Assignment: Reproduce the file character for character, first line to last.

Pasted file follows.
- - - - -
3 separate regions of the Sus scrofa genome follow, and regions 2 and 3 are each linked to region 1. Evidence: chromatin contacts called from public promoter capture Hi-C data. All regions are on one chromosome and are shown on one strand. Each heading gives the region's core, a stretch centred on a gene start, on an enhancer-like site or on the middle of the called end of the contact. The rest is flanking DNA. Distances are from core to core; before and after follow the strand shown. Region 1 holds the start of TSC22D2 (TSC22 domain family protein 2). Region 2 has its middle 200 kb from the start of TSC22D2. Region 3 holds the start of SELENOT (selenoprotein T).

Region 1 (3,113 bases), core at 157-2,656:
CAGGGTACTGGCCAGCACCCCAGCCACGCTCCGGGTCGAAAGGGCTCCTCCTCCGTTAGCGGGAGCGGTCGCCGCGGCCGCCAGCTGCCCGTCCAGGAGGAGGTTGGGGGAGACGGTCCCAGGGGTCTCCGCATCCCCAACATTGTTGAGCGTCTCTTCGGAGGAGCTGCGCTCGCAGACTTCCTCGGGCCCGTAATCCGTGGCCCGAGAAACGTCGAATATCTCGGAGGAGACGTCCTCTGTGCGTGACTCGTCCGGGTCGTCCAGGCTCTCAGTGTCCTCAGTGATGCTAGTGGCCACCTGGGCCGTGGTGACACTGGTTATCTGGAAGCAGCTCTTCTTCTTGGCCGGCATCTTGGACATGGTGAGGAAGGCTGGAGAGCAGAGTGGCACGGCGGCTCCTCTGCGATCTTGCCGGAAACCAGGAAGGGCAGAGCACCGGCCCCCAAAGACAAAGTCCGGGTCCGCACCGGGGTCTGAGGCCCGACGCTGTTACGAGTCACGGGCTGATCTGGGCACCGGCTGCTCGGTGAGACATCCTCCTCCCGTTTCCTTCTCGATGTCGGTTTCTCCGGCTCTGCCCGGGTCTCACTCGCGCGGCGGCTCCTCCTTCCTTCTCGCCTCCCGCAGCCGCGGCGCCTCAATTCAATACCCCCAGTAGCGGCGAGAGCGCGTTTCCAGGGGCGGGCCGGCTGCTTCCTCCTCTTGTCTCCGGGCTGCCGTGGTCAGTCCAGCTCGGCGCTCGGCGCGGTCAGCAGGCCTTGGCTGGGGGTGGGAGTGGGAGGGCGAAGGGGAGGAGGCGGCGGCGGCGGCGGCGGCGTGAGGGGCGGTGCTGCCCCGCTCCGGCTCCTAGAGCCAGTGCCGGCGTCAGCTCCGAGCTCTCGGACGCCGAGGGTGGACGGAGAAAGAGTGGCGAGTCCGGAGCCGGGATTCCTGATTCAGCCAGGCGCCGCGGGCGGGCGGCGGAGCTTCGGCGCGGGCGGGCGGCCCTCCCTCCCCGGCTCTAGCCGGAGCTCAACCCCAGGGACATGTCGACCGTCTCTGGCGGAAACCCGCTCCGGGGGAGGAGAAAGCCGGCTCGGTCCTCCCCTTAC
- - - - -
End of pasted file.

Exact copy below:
3 separate regions of the Sus scrofa genome follow, and regions 2 and 3 are each linked to region 1. Evidence: chromatin contacts called from public promoter capture Hi-C data. All regions are on one chromosome and are shown on one strand. Each heading gives the region's core, a stretch centred on a gene start, on an enhancer-like site or on the middle of the called end of the contact. The rest is flanking DNA. Distances are from core to core; before and after follow the strand shown. Region 1 holds the start of TSC22D2 (TSC22 domain family protein 2). Region 2 has its middle 200 kb from the start of TSC22D2. Region 3 holds the start of SELENOT (selenoprotein T).

Region 1 (3,113 bases), core at 157-2,656:
CAGGGTACTGGCCAGCACCCCAGCCACGCTCCGGGTCGAAAGGGCTCCTCCTCCGTTAGCGGGAGCGGTCGCCGCGGCCGCCAGCTGCCCGTCCAGGAGGAGGTTGGGGGAGACGGTCCCAGGGGTCTCCGCATCCCCAACATTGTTGAGCGTCTCTTCGGAGGAGCTGCGCTCGCAGACTTCCTCGGGCCCGTAATCCGTGGCCCGAGAAACGTCGAATATCTCGGAGGAGACGTCCTCTGTGCGTGACTCGTCCGGGTCGTCCAGGCTCTCAGTGTCCTCAGTGATGCTAGTGGCCACCTGGGCCGTGGTGACACTGGTTATCTGGAAGCAGCTCTTCTTCTTGGCCGGCATCTTGGACATGGTGAGGAAGGCTGGAGAGCAGAGTGGCACGGCGGCTCCTCTGCGATCTTGCCGGAAACCAGGAAGGGCAGAGCACCGGCCCCCAAAGACAAAGTCCGGGTCCGCACCGGGGTCTGAGGCCCGACGCTGTTACGAGTCACGGGCTGATCTGGGCACCGGCTGCTCGGTGAGACATCCTCCTCCCGTTTCCTTCTCGATGTCGGTTTCTCCGGCTCTGCCCGGGTCTCACTCGCGCGGCGGCTCCTCCTTCCTTCTCGCCTCCCGCAGCCGCGGCGCCTCAATTCAATACCCCCAGTAGCGGCGAGAGCGCGTTTCCAGGGGCGGGCCGGCTGCTTCCTCCTCTTGTCTCCGGGCTGCCGTGGTCAGTCCAGCTCGGCGCTCGGCGCGGTCAGCAGGCCTTGGCTGGGGGTGGGAGTGGGAGGGCGAAGGGGAGGAGGCGGCGGCGGCGGCGGCGGCGTGAGGGGCGGTGCTGCCCCGCTCCGGCTCCTAGAGCCAGTGCCGGCGTCAGCTCCGAGCTCTCGGACGCCGAGGGTGGACGGAGAAAGAGTGGCGAGTCCGGAGCCGGGATTCCTGATTCAGCCAGGCGCCGCGGGCGGGCGGCGGAGCTTCGGCGCGGGCGGGCGGCCCTCCCTCCCCGGCTCTAGCCGGAGCTCAACCCCAGGGACATGTCGACCGTCTCTGGCGGAAACCCGCTCCGGGGGAGGAGAAAGCCGGCTCGGTCCTCCCCTTAC